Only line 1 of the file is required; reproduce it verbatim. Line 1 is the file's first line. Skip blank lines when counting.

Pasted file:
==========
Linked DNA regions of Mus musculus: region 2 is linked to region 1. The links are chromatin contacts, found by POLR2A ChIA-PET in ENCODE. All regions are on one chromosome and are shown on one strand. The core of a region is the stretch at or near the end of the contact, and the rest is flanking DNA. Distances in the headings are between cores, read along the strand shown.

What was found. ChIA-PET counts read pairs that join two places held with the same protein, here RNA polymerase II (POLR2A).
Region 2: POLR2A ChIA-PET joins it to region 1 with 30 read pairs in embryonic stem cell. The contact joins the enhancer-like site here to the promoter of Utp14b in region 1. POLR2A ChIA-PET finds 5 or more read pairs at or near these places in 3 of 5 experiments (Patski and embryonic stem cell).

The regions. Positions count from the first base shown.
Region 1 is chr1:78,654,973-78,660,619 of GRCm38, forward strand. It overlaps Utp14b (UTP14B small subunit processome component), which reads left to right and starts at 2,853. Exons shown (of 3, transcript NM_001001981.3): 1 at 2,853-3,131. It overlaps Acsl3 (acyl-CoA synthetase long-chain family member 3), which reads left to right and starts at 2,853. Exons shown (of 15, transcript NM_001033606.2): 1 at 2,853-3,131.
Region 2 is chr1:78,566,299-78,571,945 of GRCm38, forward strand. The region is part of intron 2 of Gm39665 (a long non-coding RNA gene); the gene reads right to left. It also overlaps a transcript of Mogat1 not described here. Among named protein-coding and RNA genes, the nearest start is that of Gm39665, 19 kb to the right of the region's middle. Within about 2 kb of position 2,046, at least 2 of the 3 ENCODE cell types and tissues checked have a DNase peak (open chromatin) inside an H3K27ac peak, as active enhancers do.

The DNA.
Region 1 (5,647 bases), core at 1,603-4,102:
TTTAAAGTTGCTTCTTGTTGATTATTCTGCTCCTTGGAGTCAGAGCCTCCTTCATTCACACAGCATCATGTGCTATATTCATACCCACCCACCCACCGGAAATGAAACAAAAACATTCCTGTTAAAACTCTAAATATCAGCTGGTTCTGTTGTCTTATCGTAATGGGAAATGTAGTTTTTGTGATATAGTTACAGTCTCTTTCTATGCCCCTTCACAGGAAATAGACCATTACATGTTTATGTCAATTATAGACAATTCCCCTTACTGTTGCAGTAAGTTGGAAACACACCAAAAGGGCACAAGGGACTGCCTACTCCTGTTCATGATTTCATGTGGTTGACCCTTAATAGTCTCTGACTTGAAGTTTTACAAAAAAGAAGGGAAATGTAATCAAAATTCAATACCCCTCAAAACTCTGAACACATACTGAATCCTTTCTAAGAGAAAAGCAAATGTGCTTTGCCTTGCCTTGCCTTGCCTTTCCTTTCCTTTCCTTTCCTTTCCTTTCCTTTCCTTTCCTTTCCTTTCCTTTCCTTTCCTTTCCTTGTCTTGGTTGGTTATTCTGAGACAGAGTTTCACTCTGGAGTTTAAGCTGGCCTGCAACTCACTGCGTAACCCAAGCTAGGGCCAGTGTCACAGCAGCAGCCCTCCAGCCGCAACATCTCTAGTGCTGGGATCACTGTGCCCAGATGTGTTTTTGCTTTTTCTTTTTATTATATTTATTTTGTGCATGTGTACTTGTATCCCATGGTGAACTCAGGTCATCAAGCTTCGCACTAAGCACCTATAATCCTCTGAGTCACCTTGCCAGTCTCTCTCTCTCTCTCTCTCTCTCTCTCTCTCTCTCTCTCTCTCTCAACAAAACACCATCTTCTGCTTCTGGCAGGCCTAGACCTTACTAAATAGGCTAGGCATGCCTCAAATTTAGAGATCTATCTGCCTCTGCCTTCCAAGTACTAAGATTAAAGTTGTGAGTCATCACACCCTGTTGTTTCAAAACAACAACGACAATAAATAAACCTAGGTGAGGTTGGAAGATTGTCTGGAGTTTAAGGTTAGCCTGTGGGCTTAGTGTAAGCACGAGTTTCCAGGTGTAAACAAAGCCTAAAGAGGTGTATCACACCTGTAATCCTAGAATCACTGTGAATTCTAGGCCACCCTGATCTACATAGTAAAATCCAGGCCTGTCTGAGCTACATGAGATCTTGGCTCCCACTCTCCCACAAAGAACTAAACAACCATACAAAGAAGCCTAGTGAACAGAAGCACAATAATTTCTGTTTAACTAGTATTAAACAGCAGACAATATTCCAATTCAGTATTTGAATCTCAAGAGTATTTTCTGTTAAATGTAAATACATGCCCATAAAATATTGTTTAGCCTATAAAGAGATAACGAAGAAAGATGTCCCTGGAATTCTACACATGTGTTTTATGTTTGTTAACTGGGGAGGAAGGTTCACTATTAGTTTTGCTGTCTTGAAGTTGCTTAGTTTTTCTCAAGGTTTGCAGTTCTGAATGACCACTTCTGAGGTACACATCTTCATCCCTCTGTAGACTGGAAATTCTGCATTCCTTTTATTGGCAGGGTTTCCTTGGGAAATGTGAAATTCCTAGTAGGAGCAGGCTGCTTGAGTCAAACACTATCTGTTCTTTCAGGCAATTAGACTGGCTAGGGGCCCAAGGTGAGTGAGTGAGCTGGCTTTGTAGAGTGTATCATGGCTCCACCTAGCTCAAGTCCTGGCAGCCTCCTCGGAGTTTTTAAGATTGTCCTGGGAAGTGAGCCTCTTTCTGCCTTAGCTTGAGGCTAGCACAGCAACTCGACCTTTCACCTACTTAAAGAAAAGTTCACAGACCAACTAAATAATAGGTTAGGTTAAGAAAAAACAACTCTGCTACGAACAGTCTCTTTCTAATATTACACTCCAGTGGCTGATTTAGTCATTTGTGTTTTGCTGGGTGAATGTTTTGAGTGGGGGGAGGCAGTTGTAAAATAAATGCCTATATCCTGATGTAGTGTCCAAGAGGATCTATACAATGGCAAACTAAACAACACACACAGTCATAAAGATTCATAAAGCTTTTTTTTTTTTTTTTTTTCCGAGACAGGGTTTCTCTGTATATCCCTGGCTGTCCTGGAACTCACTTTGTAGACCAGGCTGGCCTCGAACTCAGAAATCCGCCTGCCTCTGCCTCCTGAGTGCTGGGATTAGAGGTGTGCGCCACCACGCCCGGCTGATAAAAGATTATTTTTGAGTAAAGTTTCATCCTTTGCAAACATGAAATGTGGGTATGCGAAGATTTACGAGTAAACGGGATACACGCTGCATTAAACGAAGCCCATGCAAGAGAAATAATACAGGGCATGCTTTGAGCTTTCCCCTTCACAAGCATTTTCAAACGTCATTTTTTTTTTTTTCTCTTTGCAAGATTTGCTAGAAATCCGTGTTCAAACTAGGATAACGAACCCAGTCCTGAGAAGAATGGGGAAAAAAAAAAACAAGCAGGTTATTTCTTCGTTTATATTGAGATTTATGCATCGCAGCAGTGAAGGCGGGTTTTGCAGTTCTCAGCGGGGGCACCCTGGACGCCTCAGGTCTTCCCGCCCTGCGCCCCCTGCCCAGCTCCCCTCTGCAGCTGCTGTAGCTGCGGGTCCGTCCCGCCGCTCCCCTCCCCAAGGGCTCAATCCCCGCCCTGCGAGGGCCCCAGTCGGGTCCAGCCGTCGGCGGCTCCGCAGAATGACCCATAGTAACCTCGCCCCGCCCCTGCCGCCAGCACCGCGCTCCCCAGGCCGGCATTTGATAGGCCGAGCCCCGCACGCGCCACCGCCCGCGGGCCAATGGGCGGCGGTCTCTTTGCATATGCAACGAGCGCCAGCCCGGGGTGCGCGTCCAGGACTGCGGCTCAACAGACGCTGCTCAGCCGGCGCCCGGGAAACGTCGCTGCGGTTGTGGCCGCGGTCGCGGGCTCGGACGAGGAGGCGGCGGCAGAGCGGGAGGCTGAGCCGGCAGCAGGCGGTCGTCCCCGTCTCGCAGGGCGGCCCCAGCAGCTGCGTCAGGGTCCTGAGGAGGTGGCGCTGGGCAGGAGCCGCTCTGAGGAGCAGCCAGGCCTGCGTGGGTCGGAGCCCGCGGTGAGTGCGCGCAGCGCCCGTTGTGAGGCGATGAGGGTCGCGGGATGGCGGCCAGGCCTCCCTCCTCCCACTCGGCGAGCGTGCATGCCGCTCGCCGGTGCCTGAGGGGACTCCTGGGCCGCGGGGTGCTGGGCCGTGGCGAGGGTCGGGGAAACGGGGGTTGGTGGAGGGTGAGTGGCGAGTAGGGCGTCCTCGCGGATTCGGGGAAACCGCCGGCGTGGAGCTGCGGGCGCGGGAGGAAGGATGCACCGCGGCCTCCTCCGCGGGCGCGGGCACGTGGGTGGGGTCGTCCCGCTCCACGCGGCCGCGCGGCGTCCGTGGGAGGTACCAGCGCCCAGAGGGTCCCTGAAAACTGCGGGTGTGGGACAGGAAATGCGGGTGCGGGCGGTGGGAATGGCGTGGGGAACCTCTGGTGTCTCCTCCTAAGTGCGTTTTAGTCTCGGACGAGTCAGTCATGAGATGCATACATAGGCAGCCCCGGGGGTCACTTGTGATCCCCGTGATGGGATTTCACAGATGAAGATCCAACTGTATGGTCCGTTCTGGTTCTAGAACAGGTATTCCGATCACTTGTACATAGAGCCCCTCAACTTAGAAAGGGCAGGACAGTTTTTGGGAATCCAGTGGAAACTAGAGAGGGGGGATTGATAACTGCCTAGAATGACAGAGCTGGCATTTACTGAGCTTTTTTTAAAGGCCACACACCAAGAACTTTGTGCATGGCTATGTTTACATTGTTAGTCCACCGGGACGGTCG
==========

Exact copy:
Linked DNA regions of Mus musculus: region 2 is linked to region 1. The links are chromatin contacts, found by POLR2A ChIA-PET in ENCODE. All regions are on one chromosome and are shown on one strand. The core of a region is the stretch at or near the end of the contact, and the rest is flanking DNA. Distances in the headings are between cores, read along the strand shown.